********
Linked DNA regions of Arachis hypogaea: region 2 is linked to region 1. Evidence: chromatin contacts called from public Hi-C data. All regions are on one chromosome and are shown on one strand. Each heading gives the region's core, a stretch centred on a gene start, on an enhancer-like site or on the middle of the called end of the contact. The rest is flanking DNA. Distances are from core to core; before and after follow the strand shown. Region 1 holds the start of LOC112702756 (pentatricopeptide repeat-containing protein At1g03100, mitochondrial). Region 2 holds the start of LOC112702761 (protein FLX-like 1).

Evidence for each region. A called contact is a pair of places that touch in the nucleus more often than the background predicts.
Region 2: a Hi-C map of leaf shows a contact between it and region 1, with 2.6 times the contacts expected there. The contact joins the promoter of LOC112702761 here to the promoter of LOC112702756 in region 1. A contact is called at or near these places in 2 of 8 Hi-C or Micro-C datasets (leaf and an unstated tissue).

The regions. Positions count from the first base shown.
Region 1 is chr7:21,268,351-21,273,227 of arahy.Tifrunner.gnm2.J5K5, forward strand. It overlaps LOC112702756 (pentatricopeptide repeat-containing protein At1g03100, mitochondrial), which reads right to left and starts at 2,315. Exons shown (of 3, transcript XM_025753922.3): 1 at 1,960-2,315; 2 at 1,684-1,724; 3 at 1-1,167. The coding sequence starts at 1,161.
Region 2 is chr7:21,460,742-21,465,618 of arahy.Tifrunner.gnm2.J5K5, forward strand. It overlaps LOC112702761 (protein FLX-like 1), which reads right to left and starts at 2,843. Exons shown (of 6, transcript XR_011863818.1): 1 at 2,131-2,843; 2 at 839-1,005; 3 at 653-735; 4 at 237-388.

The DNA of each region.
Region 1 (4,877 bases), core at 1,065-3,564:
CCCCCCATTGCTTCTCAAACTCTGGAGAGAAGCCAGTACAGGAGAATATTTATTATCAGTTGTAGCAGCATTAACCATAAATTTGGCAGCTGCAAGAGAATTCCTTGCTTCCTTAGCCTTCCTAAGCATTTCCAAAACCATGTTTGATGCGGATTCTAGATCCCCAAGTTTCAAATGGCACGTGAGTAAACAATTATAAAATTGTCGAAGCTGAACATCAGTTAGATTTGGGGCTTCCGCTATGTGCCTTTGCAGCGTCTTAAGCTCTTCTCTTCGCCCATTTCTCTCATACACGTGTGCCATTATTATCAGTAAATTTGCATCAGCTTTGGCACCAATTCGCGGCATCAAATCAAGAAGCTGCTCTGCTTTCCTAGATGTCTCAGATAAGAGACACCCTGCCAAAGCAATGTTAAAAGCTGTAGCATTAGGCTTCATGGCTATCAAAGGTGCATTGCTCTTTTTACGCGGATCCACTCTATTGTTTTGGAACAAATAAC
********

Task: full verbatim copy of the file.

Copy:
Linked DNA regions of Arachis hypogaea: region 2 is linked to region 1. Evidence: chromatin contacts called from public Hi-C data. All regions are on one chromosome and are shown on one strand. Each heading gives the region's core, a stretch centred on a gene start, on an enhancer-like site or on the middle of the called end of the contact. The rest is flanking DNA. Distances are from core to core; before and after follow the strand shown. Region 1 holds the start of LOC112702756 (pentatricopeptide repeat-containing protein At1g03100, mitochondrial). Region 2 holds the start of LOC112702761 (protein FLX-like 1).

Evidence for each region. A called contact is a pair of places that touch in the nucleus more often than the background predicts.
Region 2: a Hi-C map of leaf shows a contact between it and region 1, with 2.6 times the contacts expected there. The contact joins the promoter of LOC112702761 here to the promoter of LOC112702756 in region 1. A contact is called at or near these places in 2 of 8 Hi-C or Micro-C datasets (leaf and an unstated tissue).

The regions. Positions count from the first base shown.
Region 1 is chr7:21,268,351-21,273,227 of arahy.Tifrunner.gnm2.J5K5, forward strand. It overlaps LOC112702756 (pentatricopeptide repeat-containing protein At1g03100, mitochondrial), which reads right to left and starts at 2,315. Exons shown (of 3, transcript XM_025753922.3): 1 at 1,960-2,315; 2 at 1,684-1,724; 3 at 1-1,167. The coding sequence starts at 1,161.
Region 2 is chr7:21,460,742-21,465,618 of arahy.Tifrunner.gnm2.J5K5, forward strand. It overlaps LOC112702761 (protein FLX-like 1), which reads right to left and starts at 2,843. Exons shown (of 6, transcript XR_011863818.1): 1 at 2,131-2,843; 2 at 839-1,005; 3 at 653-735; 4 at 237-388.

The DNA of each region.
Region 1 (4,877 bases), core at 1,065-3,564:
CCCCCCATTGCTTCTCAAACTCTGGAGAGAAGCCAGTACAGGAGAATATTTATTATCAGTTGTAGCAGCATTAACCATAAATTTGGCAGCTGCAAGAGAATTCCTTGCTTCCTTAGCCTTCCTAAGCATTTCCAAAACCATGTTTGATGCGGATTCTAGATCCCCAAGTTTCAAATGGCACGTGAGTAAACAATTATAAAATTGTCGAAGCTGAACATCAGTTAGATTTGGGGCTTCCGCTATGTGCCTTTGCAGCGTCTTAAGCTCTTCTCTTCGCCCATTTCTCTCATACACGTGTGCCATTATTATCAGTAAATTTGCATCAGCTTTGGCACCAATTCGCGGCATCAAATCAAGAAGCTGCTCTGCTTTCCTAGATGTCTCAGATAAGAGACACCCTGCCAAAGCAATGTTAAAAGCTGTAGCATTAGGCTTCATGGCTATCAAAGGTGCATTGCTCTTTTTACGCGGATCCACTCTATTGTTTTGGAACAAATAAC